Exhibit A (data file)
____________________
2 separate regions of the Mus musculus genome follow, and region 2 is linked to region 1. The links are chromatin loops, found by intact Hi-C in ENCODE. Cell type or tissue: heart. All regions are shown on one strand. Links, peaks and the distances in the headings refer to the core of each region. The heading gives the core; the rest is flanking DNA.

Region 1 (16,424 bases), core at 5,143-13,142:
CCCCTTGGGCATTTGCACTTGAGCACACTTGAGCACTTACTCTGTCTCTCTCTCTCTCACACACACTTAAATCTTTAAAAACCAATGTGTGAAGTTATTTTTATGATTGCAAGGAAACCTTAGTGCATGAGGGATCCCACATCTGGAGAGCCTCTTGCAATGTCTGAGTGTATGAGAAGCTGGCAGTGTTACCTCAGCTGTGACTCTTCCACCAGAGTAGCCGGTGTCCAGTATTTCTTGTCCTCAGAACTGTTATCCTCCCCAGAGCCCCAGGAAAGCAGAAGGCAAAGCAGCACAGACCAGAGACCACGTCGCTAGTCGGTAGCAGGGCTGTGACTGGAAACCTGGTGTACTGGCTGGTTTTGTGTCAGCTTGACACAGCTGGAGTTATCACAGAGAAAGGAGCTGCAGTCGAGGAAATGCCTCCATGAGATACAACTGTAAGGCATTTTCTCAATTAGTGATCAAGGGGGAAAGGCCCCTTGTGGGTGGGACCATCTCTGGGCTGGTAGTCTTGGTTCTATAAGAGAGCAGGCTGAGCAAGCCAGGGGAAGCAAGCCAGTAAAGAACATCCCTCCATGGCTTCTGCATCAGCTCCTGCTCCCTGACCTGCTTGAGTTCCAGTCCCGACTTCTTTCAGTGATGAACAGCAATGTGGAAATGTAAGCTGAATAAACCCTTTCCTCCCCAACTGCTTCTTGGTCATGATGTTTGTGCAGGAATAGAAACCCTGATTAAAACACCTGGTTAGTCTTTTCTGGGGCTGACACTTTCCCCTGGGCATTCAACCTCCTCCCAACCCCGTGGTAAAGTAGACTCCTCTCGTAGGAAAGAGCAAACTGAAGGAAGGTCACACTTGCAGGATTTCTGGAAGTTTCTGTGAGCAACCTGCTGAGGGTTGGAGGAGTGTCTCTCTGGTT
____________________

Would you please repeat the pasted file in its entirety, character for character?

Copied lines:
2 separate regions of the Mus musculus genome follow, and region 2 is linked to region 1. The links are chromatin loops, found by intact Hi-C in ENCODE. Cell type or tissue: heart. All regions are shown on one strand. Links, peaks and the distances in the headings refer to the core of each region. The heading gives the core; the rest is flanking DNA.

Region 1 (16,424 bases), core at 5,143-13,142:
CCCCTTGGGCATTTGCACTTGAGCACACTTGAGCACTTACTCTGTCTCTCTCTCTCTCACACACACTTAAATCTTTAAAAACCAATGTGTGAAGTTATTTTTATGATTGCAAGGAAACCTTAGTGCATGAGGGATCCCACATCTGGAGAGCCTCTTGCAATGTCTGAGTGTATGAGAAGCTGGCAGTGTTACCTCAGCTGTGACTCTTCCACCAGAGTAGCCGGTGTCCAGTATTTCTTGTCCTCAGAACTGTTATCCTCCCCAGAGCCCCAGGAAAGCAGAAGGCAAAGCAGCACAGACCAGAGACCACGTCGCTAGTCGGTAGCAGGGCTGTGACTGGAAACCTGGTGTACTGGCTGGTTTTGTGTCAGCTTGACACAGCTGGAGTTATCACAGAGAAAGGAGCTGCAGTCGAGGAAATGCCTCCATGAGATACAACTGTAAGGCATTTTCTCAATTAGTGATCAAGGGGGAAAGGCCCCTTGTGGGTGGGACCATCTCTGGGCTGGTAGTCTTGGTTCTATAAGAGAGCAGGCTGAGCAAGCCAGGGGAAGCAAGCCAGTAAAGAACATCCCTCCATGGCTTCTGCATCAGCTCCTGCTCCCTGACCTGCTTGAGTTCCAGTCCCGACTTCTTTCAGTGATGAACAGCAATGTGGAAATGTAAGCTGAATAAACCCTTTCCTCCCCAACTGCTTCTTGGTCATGATGTTTGTGCAGGAATAGAAACCCTGATTAAAACACCTGGTTAGTCTTTTCTGGGGCTGACACTTTCCCCTGGGCATTCAACCTCCTCCCAACCCCGTGGTAAAGTAGACTCCTCTCGTAGGAAAGAGCAAACTGAAGGAAGGTCACACTTGCAGGATTTCTGGAAGTTTCTGTGAGCAACCTGCTGAGGGTTGGAGGAGTGTCTCTCTGGTT